That MCI is about as dreamy as old coaches gets, IMO. I'd MUCH rather have that. Its got a powerful engine with 10 forward gears, one of which is overdrive.
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Old 07-07-2019, 09:29 PM   #26
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For the OP, one other thing you may want to look into before jumping on the one in Canada... Whether it can be imported for use and registration in the US. Not sure what, if any restrictions apply between Canada and the US, but certain vehicles from certain countries can tie you up with weeks or months of red tape and arguing with appropriate government offices, if you win at all. Emissions are one possible issue, safety standards can be another. I would also verify that if it can be imported, that it will be legal for registration and use as more than an antique vehicle (which carry specific restrictions on road usage). If it's been titled in the US before, that would be a big help. Just my $0.02.

I don't imagine a 58-year-old bus conversion is going to be much of an issue. But for example, air-cooled boxer-engine VW Beetles were still manufactured in Mexico until around 2003. Those cars were perfectly legal for import and sale in the US before the EPA Clean Air Act, and any of them built and imported to the US before it became effective are perfectly legal, as they are grandfathered. But you can't legally import a 2003 Mexican-built model for road use in the US, as it was built AFTER the law became effective and does not comply to the emissions laws therein, because the government would require it conform to 2003 model year emissions. And that might apply if the Canadian bus has a rebuilt title or something of the sort. Not likely, but something to check into.
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Old 07-08-2019, 12:52 AM   #27
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The MCI is a MC5, don't know which series, very nice buses, but don't break the drop box because they're now as rare as Eagles' drop boxes. The Silversides is a generation older: can you float-shift a 6L71 Detroit with a non-syncro 4-speed column shifter?! Bus Grease Monkey (Scott Crosby) has one that he travels from one job to the next in - his YouTube videos are very informative. Just bear in mind that a MC5 is a T-drive, but a Silversides is a V-drive.

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Old 07-08-2019, 12:57 AM   #28
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I guess it started out originally in Canada but it's in Montana now and it looks like it has Montana plates.. so hopefully we don't have to deal with that stuff
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Old 07-08-2019, 12:59 AM   #29
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I guess it started out originally in Canada but it's in Montana now and it looks like it has Montana plates.. so hopefully we don't have to deal with that stuff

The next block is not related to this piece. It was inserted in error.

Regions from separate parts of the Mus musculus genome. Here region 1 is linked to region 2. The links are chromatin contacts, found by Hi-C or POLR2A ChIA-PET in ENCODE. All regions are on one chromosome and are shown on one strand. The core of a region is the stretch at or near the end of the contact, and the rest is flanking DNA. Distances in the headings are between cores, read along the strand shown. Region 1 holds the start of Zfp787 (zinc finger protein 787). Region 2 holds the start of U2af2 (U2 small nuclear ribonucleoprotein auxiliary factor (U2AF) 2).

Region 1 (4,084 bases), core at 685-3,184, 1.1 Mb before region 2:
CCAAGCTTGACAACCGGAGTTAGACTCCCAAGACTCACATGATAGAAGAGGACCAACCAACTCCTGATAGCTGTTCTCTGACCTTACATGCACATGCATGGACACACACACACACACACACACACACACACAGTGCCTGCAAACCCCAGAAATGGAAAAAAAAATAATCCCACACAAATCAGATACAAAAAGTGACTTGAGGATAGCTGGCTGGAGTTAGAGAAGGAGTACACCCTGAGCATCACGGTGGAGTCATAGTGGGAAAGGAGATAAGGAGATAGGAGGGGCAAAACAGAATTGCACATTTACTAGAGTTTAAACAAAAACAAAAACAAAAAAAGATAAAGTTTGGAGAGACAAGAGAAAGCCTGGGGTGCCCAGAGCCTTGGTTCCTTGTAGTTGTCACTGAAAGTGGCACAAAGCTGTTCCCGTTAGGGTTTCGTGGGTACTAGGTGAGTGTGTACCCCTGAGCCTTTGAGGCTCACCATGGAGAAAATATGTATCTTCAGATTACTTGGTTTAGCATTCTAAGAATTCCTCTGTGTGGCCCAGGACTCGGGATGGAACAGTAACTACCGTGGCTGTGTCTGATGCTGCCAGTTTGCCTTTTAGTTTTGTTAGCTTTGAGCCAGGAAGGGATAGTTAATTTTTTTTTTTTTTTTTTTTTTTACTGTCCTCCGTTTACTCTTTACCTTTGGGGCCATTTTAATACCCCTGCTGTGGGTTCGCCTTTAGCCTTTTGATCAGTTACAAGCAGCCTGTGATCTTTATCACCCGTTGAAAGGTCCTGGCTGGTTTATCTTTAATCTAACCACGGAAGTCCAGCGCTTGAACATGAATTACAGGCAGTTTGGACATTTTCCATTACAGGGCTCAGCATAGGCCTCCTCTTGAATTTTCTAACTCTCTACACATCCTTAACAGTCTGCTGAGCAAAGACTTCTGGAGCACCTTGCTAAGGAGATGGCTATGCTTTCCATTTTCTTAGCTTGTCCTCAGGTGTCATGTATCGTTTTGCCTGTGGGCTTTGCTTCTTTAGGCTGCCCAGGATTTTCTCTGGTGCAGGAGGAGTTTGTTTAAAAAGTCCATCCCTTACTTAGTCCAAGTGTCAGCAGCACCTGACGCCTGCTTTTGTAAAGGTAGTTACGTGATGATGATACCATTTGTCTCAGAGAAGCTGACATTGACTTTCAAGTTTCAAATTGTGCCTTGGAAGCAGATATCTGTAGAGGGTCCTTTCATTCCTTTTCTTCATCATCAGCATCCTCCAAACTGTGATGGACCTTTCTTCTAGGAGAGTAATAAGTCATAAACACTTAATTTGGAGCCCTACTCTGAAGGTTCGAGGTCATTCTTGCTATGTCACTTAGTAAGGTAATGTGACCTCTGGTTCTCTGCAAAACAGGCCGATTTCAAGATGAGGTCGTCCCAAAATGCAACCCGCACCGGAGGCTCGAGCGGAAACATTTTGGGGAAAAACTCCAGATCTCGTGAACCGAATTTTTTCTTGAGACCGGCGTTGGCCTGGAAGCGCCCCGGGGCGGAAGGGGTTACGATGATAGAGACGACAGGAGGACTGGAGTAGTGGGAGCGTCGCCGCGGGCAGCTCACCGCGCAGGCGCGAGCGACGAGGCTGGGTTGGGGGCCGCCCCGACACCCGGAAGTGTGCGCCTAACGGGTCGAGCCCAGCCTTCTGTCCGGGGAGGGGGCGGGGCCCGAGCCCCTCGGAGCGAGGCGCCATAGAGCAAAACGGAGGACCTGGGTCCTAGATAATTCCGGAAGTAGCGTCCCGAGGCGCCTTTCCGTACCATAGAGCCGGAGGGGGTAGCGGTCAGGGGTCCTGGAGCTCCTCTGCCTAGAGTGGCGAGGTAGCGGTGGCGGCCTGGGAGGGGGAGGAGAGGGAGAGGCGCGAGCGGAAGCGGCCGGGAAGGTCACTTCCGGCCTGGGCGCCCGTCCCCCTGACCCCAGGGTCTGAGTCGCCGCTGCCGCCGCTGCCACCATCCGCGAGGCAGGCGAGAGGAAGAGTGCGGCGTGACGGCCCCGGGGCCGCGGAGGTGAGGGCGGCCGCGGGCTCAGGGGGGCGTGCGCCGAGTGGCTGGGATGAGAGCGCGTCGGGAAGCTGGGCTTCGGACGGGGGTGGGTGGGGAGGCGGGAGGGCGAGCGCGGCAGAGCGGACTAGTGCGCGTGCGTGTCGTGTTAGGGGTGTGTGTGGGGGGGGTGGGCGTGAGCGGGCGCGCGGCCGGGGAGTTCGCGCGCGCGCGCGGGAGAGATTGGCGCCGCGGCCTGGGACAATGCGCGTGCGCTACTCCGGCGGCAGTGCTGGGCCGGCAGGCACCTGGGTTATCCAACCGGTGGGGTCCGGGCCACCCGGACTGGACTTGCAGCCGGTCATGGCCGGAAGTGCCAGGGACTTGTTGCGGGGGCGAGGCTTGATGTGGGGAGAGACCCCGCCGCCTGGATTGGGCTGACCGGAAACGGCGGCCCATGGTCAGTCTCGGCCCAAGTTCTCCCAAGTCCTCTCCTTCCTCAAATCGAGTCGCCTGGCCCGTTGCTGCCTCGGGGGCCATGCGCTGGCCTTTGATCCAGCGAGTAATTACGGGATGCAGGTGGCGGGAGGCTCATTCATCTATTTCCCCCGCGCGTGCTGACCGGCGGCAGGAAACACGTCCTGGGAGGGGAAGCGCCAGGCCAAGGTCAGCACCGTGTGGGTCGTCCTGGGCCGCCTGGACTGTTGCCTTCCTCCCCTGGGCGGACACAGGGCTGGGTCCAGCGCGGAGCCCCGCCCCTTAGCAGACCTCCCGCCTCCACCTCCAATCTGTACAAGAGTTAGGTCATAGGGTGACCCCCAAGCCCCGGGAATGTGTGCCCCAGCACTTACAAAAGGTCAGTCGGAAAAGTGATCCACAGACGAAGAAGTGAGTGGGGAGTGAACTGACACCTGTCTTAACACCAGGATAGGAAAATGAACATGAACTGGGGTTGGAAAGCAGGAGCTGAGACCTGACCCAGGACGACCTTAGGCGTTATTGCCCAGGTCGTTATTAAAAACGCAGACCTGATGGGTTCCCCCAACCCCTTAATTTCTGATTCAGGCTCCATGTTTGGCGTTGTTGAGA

Yeah, if it's got legal Montana plates and has been titled in the United States, I would say that worry is moot.
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Old 07-13-2019, 03:55 PM   #30
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The MCI is a MC5, don't know which series, very nice buses, but don't break the drop box because they're now as rare as Eagles' drop boxes. The Silversides is a generation older: can you float-shift a 6L71 Detroit with a non-syncro 4-speed column shifter?! Bus Grease Monkey (Scott Crosby) has one that he travels from one job to the next in - his YouTube videos are very informative. Just bear in mind that a MC5 is a T-drive, but a Silversides is a V-drive.

John
If you havenít done so you need to check out Bus Grease Monkey on YouTube. Heís an expert Detroit Diesel mechanic that travels the country working on buses with old Detroits. You might be able to hire him to check the bus over before buying.
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Old 07-13-2019, 04:48 PM   #31
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That thing is large and in charge! Iím a new skoolie owner still in the conversion phase, but I would be really intimidated by purchasing such a large and well-aged bus for my first go at it. Iím interested as to how much they are asking for it given the mechanical upgrades itís had put into it?

(It is a beauty though!)
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Old 07-13-2019, 05:40 PM   #32
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That is a really nice looking 57 year old. Whatís the actual mileage that will tell you something about all the rest of the stuff like body mounts, suspension, steering gear, there are a lot of parts underneath. Ev n wiring gets really brittle after 60:years. Whether it saw 500,000 miles of cross Canada over the years or was it converted long ago. Send us all some inside photos too, looks sweet from outside
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Old 07-15-2019, 02:59 PM   #33